When I returned there was a different lady which was looking through a telescope looking machine. I talked with her as well and learned she was just a volunteer. She was going through soil samples looking for tiny fossils. She showed me some of her finds she has found recently.

Well she was a sweet older lady and she really wanted to show me a lot of things. I had no objections and I got to actually hold and touch a lot fossils that were in the laboratory, pretty cool experience. One would think these fossils are light and brittle. Not the case they feel heavy and thick like stone. Well eccentially they are stone. I spent a bit over an hour visiting with her. I had to dismiss myself.

There was an exhibit that contained dozens of modern animal skeletons. Now these aren't fossils because in order to be classified as such they have to be at least 10,000 years old. Also the clear white colors are a dead giveaway. Many of the above you can figure out what they are based on shape and certain features.

Let's have a little fun with this. I erased the tag underneath this animal skeleton above. I can say that almost all of you have seen this animal at some point. The first person to place a comment with the correct answer I will give 2 Hive Stake Based Income (HSBI) to. Best of luck 😁
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Alright I have come to an end here. There's a lot more I could have shared but I don't want to make this a book, haha. Feel free to ask any questions you may have because I just might have the answer. I will say Nebraska has a lot of fossils not so much of dinosaurs though. That is because it was covered by an inland sea during the time the dinosaurs roamed. Anyways thanks for dropping by.

Take care, stay safe and enjoy the rest of your week. Until next time!


Nowadays, we know that all these creatures were living on this planet before us, but it is still surreal to imagine them on the planet... I wouldn't be surprised if one day, science advances so much that they can "re-create" all these species... I'm not sure that would be a good thing, but it could happen... 😃

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I think they have the tools to bring these back. It's just a matter of them figuring out how to abstract DNA. I'm with you not a good idea to do it, haha. I can't imagine being popcorn to some of those creatures.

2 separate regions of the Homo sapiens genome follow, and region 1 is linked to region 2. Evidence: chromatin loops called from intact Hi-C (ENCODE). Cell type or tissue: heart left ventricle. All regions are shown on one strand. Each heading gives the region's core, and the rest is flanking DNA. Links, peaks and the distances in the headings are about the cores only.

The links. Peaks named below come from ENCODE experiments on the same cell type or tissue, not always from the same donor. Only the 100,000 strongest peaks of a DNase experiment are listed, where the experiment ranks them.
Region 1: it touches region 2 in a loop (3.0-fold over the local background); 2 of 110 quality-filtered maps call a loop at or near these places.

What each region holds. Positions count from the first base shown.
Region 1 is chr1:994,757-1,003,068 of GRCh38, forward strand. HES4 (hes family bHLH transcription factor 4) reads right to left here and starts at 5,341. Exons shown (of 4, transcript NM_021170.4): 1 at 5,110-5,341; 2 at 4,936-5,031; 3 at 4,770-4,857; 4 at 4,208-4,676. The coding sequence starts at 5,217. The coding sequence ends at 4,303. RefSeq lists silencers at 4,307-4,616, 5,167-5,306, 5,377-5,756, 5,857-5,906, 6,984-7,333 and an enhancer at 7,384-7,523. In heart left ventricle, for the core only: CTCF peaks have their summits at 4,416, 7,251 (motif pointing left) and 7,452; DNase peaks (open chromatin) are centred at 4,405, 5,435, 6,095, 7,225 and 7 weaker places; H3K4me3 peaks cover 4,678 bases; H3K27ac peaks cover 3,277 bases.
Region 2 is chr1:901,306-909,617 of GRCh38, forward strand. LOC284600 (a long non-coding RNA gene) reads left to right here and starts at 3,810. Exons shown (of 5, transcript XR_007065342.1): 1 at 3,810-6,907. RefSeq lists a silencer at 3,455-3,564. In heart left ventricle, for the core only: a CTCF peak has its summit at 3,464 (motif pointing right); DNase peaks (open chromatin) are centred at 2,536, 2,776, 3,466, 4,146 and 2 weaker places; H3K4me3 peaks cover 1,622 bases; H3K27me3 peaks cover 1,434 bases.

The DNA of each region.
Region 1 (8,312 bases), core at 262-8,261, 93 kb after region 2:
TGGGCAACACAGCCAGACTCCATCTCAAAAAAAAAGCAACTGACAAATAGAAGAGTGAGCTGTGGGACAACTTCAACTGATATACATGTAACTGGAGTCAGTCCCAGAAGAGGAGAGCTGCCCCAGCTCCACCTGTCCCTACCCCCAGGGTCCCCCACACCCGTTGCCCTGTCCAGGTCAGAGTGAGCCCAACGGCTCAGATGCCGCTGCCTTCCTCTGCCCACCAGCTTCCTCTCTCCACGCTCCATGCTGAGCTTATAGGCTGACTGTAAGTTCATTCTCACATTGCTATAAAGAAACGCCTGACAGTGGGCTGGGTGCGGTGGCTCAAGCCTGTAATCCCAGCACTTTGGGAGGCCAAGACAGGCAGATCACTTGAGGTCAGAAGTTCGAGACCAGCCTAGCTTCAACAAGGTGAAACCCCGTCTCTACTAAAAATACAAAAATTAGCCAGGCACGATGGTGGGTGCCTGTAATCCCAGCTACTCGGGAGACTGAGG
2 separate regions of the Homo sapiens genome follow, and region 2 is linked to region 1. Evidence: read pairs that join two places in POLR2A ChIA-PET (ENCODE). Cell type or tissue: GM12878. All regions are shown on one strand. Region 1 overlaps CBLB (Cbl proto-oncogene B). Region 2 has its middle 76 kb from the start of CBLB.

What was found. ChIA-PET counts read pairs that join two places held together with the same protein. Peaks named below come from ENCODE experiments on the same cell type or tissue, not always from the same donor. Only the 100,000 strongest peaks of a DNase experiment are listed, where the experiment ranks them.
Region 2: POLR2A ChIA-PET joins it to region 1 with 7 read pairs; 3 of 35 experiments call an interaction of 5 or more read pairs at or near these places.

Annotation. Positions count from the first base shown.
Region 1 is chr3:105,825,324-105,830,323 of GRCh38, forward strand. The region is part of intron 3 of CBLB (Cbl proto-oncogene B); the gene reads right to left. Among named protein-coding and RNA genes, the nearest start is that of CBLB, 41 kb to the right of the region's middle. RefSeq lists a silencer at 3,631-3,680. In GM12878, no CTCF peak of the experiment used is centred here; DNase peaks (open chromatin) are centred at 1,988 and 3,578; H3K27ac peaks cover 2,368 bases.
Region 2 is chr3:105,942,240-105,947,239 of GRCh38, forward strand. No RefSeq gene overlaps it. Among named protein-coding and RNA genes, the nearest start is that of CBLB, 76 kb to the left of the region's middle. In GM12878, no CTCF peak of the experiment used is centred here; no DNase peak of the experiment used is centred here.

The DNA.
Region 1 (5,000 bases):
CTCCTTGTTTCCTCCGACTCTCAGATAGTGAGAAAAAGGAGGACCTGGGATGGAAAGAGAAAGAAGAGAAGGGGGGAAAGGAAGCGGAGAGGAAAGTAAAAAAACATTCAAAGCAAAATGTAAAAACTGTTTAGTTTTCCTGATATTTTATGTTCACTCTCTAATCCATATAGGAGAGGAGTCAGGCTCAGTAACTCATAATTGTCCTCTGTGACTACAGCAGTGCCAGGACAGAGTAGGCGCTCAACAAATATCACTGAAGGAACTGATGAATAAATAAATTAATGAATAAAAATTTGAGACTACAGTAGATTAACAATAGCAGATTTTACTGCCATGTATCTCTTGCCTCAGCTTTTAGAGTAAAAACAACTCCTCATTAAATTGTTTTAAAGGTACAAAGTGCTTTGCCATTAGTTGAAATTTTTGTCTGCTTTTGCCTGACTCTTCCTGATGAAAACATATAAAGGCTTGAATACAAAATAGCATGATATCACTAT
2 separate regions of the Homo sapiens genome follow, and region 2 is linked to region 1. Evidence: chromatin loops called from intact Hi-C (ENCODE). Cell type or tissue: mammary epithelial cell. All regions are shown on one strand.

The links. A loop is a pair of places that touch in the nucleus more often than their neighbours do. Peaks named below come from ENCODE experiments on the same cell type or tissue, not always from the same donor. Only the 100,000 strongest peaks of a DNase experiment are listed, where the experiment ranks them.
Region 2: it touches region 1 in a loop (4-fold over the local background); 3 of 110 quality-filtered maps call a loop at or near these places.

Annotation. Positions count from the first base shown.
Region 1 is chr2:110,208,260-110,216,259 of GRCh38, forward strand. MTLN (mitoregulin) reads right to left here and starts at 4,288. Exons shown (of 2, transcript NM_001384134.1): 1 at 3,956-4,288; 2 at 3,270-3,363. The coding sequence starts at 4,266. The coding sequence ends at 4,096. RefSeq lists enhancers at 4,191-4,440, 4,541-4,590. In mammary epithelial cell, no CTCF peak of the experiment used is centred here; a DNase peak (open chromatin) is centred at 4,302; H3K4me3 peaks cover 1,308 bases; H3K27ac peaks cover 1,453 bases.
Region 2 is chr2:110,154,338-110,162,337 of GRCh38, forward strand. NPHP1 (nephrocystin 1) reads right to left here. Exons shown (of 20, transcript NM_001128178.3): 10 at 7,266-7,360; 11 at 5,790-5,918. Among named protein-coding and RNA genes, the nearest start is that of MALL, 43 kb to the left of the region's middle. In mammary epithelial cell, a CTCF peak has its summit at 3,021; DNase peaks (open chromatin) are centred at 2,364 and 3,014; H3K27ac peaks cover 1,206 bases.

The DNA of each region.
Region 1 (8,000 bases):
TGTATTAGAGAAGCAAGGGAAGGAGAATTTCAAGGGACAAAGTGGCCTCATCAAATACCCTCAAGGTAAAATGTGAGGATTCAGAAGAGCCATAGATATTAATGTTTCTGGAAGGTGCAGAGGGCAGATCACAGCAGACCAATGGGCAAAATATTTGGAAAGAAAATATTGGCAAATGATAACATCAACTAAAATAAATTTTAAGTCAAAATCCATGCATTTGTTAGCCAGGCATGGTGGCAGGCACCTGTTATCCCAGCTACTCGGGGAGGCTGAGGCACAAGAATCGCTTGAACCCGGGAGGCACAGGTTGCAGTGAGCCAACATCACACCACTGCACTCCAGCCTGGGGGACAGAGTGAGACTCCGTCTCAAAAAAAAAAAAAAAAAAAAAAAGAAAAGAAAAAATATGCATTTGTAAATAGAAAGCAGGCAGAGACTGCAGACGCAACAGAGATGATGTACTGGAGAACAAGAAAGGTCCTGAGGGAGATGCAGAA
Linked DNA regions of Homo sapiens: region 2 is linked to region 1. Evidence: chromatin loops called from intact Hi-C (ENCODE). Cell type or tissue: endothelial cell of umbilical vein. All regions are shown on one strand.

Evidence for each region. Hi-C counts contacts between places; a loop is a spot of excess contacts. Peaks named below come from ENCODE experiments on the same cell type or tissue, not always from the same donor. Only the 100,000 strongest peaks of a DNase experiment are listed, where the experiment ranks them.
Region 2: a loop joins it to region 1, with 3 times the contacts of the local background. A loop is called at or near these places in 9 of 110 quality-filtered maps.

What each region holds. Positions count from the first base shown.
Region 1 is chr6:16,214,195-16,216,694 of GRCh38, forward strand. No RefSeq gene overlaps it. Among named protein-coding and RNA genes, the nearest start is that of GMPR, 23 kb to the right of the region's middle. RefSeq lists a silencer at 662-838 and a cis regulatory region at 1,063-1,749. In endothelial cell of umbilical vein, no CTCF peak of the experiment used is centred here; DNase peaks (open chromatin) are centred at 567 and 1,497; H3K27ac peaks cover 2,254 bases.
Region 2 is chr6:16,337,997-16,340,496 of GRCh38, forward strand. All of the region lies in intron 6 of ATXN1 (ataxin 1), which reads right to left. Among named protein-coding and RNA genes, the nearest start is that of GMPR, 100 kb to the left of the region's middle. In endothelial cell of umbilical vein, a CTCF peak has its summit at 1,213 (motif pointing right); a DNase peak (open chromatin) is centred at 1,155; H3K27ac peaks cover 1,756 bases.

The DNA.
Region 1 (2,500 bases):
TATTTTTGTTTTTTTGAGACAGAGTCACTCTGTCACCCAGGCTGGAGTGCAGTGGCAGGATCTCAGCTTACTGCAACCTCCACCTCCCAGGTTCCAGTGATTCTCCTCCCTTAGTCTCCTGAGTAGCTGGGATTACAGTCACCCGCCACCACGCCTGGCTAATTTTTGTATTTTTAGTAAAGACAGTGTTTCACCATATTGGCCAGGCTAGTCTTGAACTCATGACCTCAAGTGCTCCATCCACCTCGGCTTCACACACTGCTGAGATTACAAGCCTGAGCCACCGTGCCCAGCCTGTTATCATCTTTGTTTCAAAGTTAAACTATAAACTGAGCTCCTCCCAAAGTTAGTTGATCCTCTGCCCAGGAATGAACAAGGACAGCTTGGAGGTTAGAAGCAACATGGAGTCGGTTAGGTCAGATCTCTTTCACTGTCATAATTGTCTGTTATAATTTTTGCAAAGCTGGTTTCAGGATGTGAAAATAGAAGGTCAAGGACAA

What a fun visit, especially since you got to have an in-depth q & a with the lab ladies.

Well, my guess is that's a pig skeleton. I really don't know what it is, but the feet bones look like a pig to me.

It was totally fun. I learned a lot from those conversations. Now I'm thinking what would be fun to do as a volunteer when I retire. I'd love to do some lab work like this. Much better than a Walmart greeter, haha

Your guess is right it is a pig. Good eye on the hooves 😊 I completed the HSBI transaction...

Ah, yeah that would be way more fulfilling volunteer work than the Walmart greeter! Might as well do something you enjoy after retirement, no sense in idly wasting away. There's plenty enough people doing that already.

Thanks for the HSBI 😊 it was a good guess.

Just fun to look at, but I would be scared to Touch it😬. Imagine if it comes to life suddenly😁😛

Haha the bones come to life and start walking 🤣😂🤣 That would indeed be scary and insane. I'd rather be spooked by a ghost. It would only happen in nightmares 😁


Too much watching of horror movies.😛 My imagination😬

 2 days ago Reveal Comment

Many of those bones are complete! Amazing collection! I like the cute face of the rhino 😅

Its a really nice museum. Well most the make up of these skeletons is real fossils. I imagine some our piece mailed together from several specimens. They did mention when replica pieces were used on major components like skulls.

Oh yes rhino looks like it's happy, jaja


Yeah sometimes replicas are used to complete some skeletons but just on the photos, many look like real... good place!

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 2 days ago Reveal Comment

The place must be a good place to learn. Are those skeletons the real skeletons of those animals or the sculptures were made

The skeletons are mostly of real fossils. They did a good job letting the viewer know if there were major parts that weren't, especially if it was a skull. It's incredibly hard to find full intact ones due to the many conditions necessary to become a fossil in the first place.

It's an interesting museum. 😊 Kids would love to visit that place. 😊

Yes they would love it. There was also a good sized play area that had a tree house theme 😊

A good place to visit during school break.😊